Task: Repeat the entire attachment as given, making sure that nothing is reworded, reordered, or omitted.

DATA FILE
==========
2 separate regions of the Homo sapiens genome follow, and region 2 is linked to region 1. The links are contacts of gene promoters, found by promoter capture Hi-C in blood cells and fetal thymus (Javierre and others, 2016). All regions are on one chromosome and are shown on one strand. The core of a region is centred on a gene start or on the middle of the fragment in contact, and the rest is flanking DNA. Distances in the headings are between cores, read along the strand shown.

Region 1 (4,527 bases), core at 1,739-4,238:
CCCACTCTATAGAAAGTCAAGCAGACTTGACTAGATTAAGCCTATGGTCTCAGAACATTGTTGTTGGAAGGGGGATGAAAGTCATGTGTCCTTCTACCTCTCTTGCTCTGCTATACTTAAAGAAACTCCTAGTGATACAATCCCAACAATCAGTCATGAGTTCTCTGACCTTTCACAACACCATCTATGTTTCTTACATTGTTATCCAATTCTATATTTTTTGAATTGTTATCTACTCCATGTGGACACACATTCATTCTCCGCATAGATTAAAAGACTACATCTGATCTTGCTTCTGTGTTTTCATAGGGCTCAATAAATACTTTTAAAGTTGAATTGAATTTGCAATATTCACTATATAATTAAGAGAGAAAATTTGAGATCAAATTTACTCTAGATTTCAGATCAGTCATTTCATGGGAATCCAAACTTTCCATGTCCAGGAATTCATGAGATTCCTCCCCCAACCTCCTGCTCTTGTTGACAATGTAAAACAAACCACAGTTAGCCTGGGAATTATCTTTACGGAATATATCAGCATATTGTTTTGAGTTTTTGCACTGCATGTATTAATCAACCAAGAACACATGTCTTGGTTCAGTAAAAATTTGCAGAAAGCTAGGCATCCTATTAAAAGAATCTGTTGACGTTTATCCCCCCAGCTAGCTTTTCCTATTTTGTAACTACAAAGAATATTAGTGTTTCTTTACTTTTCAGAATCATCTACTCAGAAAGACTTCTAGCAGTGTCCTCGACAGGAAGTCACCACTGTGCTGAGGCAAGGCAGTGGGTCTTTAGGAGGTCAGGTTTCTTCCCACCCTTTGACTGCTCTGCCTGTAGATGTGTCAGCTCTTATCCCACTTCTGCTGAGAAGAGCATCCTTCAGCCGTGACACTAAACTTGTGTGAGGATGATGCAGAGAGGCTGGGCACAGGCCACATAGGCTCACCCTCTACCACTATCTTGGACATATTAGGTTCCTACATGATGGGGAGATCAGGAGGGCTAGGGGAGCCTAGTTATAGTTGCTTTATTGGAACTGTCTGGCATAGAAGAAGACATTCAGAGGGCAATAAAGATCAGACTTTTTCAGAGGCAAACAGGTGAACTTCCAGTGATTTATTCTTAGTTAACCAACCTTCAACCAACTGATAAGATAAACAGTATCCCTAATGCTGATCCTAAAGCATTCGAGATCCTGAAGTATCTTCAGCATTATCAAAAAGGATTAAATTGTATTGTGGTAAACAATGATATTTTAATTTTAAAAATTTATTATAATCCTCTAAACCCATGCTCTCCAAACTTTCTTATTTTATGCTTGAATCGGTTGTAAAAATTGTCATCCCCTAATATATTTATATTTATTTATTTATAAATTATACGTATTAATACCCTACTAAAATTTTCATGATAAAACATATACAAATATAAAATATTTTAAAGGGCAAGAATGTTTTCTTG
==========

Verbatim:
2 separate regions of the Homo sapiens genome follow, and region 2 is linked to region 1. The links are contacts of gene promoters, found by promoter capture Hi-C in blood cells and fetal thymus (Javierre and others, 2016). All regions are on one chromosome and are shown on one strand. The core of a region is centred on a gene start or on the middle of the fragment in contact, and the rest is flanking DNA. Distances in the headings are between cores, read along the strand shown.

Region 1 (4,527 bases), core at 1,739-4,238:
CCCACTCTATAGAAAGTCAAGCAGACTTGACTAGATTAAGCCTATGGTCTCAGAACATTGTTGTTGGAAGGGGGATGAAAGTCATGTGTCCTTCTACCTCTCTTGCTCTGCTATACTTAAAGAAACTCCTAGTGATACAATCCCAACAATCAGTCATGAGTTCTCTGACCTTTCACAACACCATCTATGTTTCTTACATTGTTATCCAATTCTATATTTTTTGAATTGTTATCTACTCCATGTGGACACACATTCATTCTCCGCATAGATTAAAAGACTACATCTGATCTTGCTTCTGTGTTTTCATAGGGCTCAATAAATACTTTTAAAGTTGAATTGAATTTGCAATATTCACTATATAATTAAGAGAGAAAATTTGAGATCAAATTTACTCTAGATTTCAGATCAGTCATTTCATGGGAATCCAAACTTTCCATGTCCAGGAATTCATGAGATTCCTCCCCCAACCTCCTGCTCTTGTTGACAATGTAAAACAAACCACAGTTAGCCTGGGAATTATCTTTACGGAATATATCAGCATATTGTTTTGAGTTTTTGCACTGCATGTATTAATCAACCAAGAACACATGTCTTGGTTCAGTAAAAATTTGCAGAAAGCTAGGCATCCTATTAAAAGAATCTGTTGACGTTTATCCCCCCAGCTAGCTTTTCCTATTTTGTAACTACAAAGAATATTAGTGTTTCTTTACTTTTCAGAATCATCTACTCAGAAAGACTTCTAGCAGTGTCCTCGACAGGAAGTCACCACTGTGCTGAGGCAAGGCAGTGGGTCTTTAGGAGGTCAGGTTTCTTCCCACCCTTTGACTGCTCTGCCTGTAGATGTGTCAGCTCTTATCCCACTTCTGCTGAGAAGAGCATCCTTCAGCCGTGACACTAAACTTGTGTGAGGATGATGCAGAGAGGCTGGGCACAGGCCACATAGGCTCACCCTCTACCACTATCTTGGACATATTAGGTTCCTACATGATGGGGAGATCAGGAGGGCTAGGGGAGCCTAGTTATAGTTGCTTTATTGGAACTGTCTGGCATAGAAGAAGACATTCAGAGGGCAATAAAGATCAGACTTTTTCAGAGGCAAACAGGTGAACTTCCAGTGATTTATTCTTAGTTAACCAACCTTCAACCAACTGATAAGATAAACAGTATCCCTAATGCTGATCCTAAAGCATTCGAGATCCTGAAGTATCTTCAGCATTATCAAAAAGGATTAAATTGTATTGTGGTAAACAATGATATTTTAATTTTAAAAATTTATTATAATCCTCTAAACCCATGCTCTCCAAACTTTCTTATTTTATGCTTGAATCGGTTGTAAAAATTGTCATCCCCTAATATATTTATATTTATTTATTTATAAATTATACGTATTAATACCCTACTAAAATTTTCATGATAAAACATATACAAATATAAAATATTTTAAAGGGCAAGAATGTTTTCTTG